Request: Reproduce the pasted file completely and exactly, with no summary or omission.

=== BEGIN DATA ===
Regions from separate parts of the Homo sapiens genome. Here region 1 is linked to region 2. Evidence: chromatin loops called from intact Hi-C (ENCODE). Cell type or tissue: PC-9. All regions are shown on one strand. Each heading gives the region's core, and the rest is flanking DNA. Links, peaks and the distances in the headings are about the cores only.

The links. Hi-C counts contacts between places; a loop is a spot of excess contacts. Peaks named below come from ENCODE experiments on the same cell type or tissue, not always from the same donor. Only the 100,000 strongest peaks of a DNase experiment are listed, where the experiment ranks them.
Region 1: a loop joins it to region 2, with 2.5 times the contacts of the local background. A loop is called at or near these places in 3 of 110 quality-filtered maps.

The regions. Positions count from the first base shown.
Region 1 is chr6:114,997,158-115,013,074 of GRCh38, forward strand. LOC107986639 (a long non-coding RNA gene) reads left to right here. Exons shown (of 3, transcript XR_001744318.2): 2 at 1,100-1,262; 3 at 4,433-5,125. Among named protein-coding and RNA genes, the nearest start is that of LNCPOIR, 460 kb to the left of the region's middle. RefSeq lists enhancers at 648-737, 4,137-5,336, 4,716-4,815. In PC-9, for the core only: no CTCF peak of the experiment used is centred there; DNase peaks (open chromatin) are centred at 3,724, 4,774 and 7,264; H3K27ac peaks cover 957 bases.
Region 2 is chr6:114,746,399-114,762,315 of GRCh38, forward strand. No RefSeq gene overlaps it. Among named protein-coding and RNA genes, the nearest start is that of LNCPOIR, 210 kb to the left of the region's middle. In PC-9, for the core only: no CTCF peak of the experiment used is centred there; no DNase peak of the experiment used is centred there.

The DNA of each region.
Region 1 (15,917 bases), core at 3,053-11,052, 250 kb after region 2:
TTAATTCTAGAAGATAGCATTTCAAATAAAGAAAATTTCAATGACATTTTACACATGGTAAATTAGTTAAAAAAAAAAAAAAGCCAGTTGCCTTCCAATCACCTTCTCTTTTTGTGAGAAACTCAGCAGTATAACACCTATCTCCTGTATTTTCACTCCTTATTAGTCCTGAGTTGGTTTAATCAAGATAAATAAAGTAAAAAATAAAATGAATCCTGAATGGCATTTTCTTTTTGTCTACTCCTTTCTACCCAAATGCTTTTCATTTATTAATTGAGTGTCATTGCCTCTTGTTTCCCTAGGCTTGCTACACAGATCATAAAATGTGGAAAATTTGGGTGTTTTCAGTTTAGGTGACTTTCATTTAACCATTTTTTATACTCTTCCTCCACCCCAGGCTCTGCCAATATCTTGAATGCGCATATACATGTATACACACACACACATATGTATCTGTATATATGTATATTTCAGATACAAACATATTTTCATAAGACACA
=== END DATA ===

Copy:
Regions from separate parts of the Homo sapiens genome. Here region 1 is linked to region 2. Evidence: chromatin loops called from intact Hi-C (ENCODE). Cell type or tissue: PC-9. All regions are shown on one strand. Each heading gives the region's core, and the rest is flanking DNA. Links, peaks and the distances in the headings are about the cores only.

The links. Hi-C counts contacts between places; a loop is a spot of excess contacts. Peaks named below come from ENCODE experiments on the same cell type or tissue, not always from the same donor. Only the 100,000 strongest peaks of a DNase experiment are listed, where the experiment ranks them.
Region 1: a loop joins it to region 2, with 2.5 times the contacts of the local background. A loop is called at or near these places in 3 of 110 quality-filtered maps.

The regions. Positions count from the first base shown.
Region 1 is chr6:114,997,158-115,013,074 of GRCh38, forward strand. LOC107986639 (a long non-coding RNA gene) reads left to right here. Exons shown (of 3, transcript XR_001744318.2): 2 at 1,100-1,262; 3 at 4,433-5,125. Among named protein-coding and RNA genes, the nearest start is that of LNCPOIR, 460 kb to the left of the region's middle. RefSeq lists enhancers at 648-737, 4,137-5,336, 4,716-4,815. In PC-9, for the core only: no CTCF peak of the experiment used is centred there; DNase peaks (open chromatin) are centred at 3,724, 4,774 and 7,264; H3K27ac peaks cover 957 bases.
Region 2 is chr6:114,746,399-114,762,315 of GRCh38, forward strand. No RefSeq gene overlaps it. Among named protein-coding and RNA genes, the nearest start is that of LNCPOIR, 210 kb to the left of the region's middle. In PC-9, for the core only: no CTCF peak of the experiment used is centred there; no DNase peak of the experiment used is centred there.

The DNA of each region.
Region 1 (15,917 bases), core at 3,053-11,052, 250 kb after region 2:
TTAATTCTAGAAGATAGCATTTCAAATAAAGAAAATTTCAATGACATTTTACACATGGTAAATTAGTTAAAAAAAAAAAAAAGCCAGTTGCCTTCCAATCACCTTCTCTTTTTGTGAGAAACTCAGCAGTATAACACCTATCTCCTGTATTTTCACTCCTTATTAGTCCTGAGTTGGTTTAATCAAGATAAATAAAGTAAAAAATAAAATGAATCCTGAATGGCATTTTCTTTTTGTCTACTCCTTTCTACCCAAATGCTTTTCATTTATTAATTGAGTGTCATTGCCTCTTGTTTCCCTAGGCTTGCTACACAGATCATAAAATGTGGAAAATTTGGGTGTTTTCAGTTTAGGTGACTTTCATTTAACCATTTTTTATACTCTTCCTCCACCCCAGGCTCTGCCAATATCTTGAATGCGCATATACATGTATACACACACACACATATGTATCTGTATATATGTATATTTCAGATACAAACATATTTTCATAAGACACA